White kangaroo creates bright spot in drought

White roo has Wanaaring locals on lookout for a rare pic


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A rare white kangaroo at Wanaaring. Photo by Ben Strong

A rare white kangaroo at Wanaaring. Photo by Ben Strong

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Drought throws up a natural gem

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In far outback New South Wales, they face adversity with a fair bit of humour. If you ask them if there’s been any rain they’ll come back with a rejoinder like “rain would only spoil a good drought”.

But in the severe conditions, that they are pretty used to and approach with a “soldier on” attitude in the Wanaaaring district, there are some natural gems that add to life’s richness.

Take for instance this rare white kangaroo, which has taken up residence around Wanaaring.

Ben Strong, store owner and local postman, caught these pictures of the rare roo recently near Wanaaring.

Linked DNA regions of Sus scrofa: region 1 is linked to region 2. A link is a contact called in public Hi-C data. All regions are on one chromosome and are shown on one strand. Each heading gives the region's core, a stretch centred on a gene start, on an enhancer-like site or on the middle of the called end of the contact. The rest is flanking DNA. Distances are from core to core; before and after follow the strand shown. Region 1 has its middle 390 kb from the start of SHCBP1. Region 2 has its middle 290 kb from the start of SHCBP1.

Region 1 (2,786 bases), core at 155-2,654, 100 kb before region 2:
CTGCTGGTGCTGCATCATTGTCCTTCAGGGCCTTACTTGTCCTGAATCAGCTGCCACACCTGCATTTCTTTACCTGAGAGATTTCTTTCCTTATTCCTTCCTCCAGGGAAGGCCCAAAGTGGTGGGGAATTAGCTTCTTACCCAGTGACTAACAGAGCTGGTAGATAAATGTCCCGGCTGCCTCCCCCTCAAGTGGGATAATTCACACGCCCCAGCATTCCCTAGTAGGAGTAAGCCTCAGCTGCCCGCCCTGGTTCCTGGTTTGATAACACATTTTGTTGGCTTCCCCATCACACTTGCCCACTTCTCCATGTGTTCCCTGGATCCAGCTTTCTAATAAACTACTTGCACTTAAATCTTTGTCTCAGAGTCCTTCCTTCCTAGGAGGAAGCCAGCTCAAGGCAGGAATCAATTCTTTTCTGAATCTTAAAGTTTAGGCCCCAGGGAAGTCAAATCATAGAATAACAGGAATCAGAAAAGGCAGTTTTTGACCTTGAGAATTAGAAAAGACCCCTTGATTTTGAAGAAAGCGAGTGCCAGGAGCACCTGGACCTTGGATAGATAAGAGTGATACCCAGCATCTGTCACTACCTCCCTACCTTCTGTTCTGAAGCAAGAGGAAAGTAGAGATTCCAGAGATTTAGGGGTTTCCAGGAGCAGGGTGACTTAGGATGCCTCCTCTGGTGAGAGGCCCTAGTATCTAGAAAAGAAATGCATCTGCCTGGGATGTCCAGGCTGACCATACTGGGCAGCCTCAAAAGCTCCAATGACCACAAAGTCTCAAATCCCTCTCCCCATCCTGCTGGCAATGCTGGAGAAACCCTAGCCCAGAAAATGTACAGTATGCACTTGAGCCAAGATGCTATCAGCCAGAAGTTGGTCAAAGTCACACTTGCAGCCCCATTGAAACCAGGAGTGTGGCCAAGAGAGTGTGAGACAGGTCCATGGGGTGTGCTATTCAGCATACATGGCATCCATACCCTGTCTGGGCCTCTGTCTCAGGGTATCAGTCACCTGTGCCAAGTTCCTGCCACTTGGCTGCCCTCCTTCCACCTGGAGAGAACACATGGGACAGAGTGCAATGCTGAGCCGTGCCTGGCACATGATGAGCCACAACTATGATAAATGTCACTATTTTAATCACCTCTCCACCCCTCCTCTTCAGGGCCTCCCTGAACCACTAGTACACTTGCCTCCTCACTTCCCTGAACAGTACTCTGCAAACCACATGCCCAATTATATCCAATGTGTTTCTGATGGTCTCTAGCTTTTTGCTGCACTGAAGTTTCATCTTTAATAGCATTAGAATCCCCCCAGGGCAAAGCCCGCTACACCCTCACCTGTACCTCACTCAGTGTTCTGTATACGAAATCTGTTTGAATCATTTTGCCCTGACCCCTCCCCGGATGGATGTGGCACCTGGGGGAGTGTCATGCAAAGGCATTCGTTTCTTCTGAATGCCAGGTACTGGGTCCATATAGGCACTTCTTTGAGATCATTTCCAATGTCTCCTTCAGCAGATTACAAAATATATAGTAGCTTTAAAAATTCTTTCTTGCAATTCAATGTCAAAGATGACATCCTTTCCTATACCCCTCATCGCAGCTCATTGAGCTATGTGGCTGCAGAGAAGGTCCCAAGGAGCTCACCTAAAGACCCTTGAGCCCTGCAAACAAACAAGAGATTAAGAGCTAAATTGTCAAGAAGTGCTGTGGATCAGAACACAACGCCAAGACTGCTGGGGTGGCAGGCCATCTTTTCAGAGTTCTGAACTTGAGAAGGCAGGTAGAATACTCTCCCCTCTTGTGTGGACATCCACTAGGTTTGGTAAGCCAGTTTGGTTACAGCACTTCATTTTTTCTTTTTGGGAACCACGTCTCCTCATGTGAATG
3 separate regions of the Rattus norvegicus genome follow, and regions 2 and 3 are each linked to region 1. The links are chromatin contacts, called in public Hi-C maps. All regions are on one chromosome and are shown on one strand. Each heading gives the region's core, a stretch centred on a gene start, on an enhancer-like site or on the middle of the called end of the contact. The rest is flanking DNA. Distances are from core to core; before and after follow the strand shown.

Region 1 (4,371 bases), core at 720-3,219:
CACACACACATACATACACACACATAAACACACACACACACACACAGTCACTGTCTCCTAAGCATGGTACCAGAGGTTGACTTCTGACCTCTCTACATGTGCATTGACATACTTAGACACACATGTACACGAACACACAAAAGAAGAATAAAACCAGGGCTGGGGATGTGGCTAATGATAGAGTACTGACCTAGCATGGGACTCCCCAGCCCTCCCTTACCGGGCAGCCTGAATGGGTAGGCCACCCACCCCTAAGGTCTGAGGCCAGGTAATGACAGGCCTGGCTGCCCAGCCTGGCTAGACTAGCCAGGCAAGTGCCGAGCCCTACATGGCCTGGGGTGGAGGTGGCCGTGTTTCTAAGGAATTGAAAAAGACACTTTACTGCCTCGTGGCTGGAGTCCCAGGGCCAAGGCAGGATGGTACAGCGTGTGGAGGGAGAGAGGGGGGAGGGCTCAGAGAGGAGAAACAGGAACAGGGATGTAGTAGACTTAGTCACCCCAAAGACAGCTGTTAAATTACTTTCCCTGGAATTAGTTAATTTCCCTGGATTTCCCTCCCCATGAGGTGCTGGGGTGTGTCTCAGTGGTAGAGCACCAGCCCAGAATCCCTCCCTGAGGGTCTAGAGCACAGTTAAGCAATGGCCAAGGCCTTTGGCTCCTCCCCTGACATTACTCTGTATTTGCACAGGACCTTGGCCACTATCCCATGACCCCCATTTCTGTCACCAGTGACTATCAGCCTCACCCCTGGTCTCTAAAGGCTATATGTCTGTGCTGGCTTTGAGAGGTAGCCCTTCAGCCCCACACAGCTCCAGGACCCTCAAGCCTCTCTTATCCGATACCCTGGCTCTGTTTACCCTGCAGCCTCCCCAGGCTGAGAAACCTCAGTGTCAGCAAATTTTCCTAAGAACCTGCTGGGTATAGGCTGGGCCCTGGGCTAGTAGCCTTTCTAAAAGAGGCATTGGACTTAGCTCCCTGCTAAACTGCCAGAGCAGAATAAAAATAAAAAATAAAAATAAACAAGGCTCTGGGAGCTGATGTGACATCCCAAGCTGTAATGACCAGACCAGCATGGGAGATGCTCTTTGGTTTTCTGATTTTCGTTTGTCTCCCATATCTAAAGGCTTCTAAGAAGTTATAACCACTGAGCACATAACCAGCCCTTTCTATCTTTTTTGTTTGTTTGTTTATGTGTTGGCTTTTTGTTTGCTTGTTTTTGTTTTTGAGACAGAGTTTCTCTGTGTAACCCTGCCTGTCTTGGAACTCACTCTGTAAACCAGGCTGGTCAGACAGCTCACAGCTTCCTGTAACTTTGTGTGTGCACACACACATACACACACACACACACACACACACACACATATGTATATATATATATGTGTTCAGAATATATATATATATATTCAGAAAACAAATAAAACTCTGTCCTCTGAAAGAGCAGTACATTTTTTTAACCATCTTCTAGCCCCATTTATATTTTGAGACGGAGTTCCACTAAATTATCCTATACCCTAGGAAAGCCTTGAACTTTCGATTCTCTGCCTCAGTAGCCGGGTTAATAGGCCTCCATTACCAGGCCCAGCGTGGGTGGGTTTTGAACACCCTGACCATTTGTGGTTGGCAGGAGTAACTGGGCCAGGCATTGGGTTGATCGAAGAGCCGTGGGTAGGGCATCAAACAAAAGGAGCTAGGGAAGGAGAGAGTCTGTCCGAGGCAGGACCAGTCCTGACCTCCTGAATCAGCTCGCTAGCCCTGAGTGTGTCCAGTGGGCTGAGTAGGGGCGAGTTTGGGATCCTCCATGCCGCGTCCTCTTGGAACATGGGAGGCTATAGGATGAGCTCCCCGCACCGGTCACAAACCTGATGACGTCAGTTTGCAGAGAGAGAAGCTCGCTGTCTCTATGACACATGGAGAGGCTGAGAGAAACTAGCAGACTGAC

Mr Strong said the white roo had taken up “residence” on one property outside Wanaaring and the owner was feeding it, as the locals and wildlife hang out for rain to replenish the landscape. Wanaaring has received just 45mm of rain so far this year, about a quarter of the average rainfall – and that’s not a lot.

“The property owner thinks it is very special and has been supplying her with a bit of tucker to keep her going until it rains,” Ben said on the Wanaaring Caravan Park and Store Facebook site.

“How cool would it be to see a joey in her pouch, Grey or white what would it be?”

The Land featured the Strongs in a story last year about trying to sell their Wanaaring store. Not only do the Strongs run the store and caravan park, but also take the rainfall measurements for the Bureau of Meteorology. Of course there has been little to report all year  and spring does not look like breaking the drought. Wanaaring is on the Paroo River in far west NSW, just below the Queensland border. 

“We’re not hopeful of any rain until next year,” a local said.

Maybe the sight of the rare kangaroo will lift spirits a little bit.

A University of Adelaide ecologist said white kangaroos were “unusual”, and usually had a genetic flaw. It’s believed that ones that aren’t albino, which this one appears to be,  are even rarer.

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